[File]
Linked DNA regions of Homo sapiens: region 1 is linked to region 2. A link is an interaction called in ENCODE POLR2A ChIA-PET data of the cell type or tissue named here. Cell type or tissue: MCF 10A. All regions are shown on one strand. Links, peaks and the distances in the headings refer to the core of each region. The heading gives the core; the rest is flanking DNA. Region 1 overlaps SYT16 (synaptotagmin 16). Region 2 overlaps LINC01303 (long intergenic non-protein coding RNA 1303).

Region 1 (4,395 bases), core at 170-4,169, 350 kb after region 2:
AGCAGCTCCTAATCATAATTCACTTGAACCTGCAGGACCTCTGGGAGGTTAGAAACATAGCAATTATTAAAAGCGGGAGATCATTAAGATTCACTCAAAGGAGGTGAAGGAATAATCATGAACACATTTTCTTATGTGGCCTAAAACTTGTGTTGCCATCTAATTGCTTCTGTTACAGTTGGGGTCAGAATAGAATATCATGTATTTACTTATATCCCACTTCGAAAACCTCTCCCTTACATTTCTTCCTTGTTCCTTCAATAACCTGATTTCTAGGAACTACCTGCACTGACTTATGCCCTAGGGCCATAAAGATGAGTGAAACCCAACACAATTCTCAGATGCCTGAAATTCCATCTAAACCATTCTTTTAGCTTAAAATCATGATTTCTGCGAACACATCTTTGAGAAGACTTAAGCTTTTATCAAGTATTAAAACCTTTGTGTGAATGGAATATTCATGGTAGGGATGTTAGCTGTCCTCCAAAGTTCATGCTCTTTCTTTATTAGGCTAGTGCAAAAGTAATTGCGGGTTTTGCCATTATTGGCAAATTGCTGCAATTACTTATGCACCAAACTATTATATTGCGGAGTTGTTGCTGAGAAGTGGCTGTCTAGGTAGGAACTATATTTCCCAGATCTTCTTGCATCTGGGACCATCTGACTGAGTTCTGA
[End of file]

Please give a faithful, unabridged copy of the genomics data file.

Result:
Linked DNA regions of Homo sapiens: region 1 is linked to region 2. A link is an interaction called in ENCODE POLR2A ChIA-PET data of the cell type or tissue named here. Cell type or tissue: MCF 10A. All regions are shown on one strand. Links, peaks and the distances in the headings refer to the core of each region. The heading gives the core; the rest is flanking DNA. Region 1 overlaps SYT16 (synaptotagmin 16). Region 2 overlaps LINC01303 (long intergenic non-protein coding RNA 1303).

Region 1 (4,395 bases), core at 170-4,169, 350 kb after region 2:
AGCAGCTCCTAATCATAATTCACTTGAACCTGCAGGACCTCTGGGAGGTTAGAAACATAGCAATTATTAAAAGCGGGAGATCATTAAGATTCACTCAAAGGAGGTGAAGGAATAATCATGAACACATTTTCTTATGTGGCCTAAAACTTGTGTTGCCATCTAATTGCTTCTGTTACAGTTGGGGTCAGAATAGAATATCATGTATTTACTTATATCCCACTTCGAAAACCTCTCCCTTACATTTCTTCCTTGTTCCTTCAATAACCTGATTTCTAGGAACTACCTGCACTGACTTATGCCCTAGGGCCATAAAGATGAGTGAAACCCAACACAATTCTCAGATGCCTGAAATTCCATCTAAACCATTCTTTTAGCTTAAAATCATGATTTCTGCGAACACATCTTTGAGAAGACTTAAGCTTTTATCAAGTATTAAAACCTTTGTGTGAATGGAATATTCATGGTAGGGATGTTAGCTGTCCTCCAAAGTTCATGCTCTTTCTTTATTAGGCTAGTGCAAAAGTAATTGCGGGTTTTGCCATTATTGGCAAATTGCTGCAATTACTTATGCACCAAACTATTATATTGCGGAGTTGTTGCTGAGAAGTGGCTGTCTAGGTAGGAACTATATTTCCCAGATCTTCTTGCATCTGGGACCATCTGACTGAGTTCTGA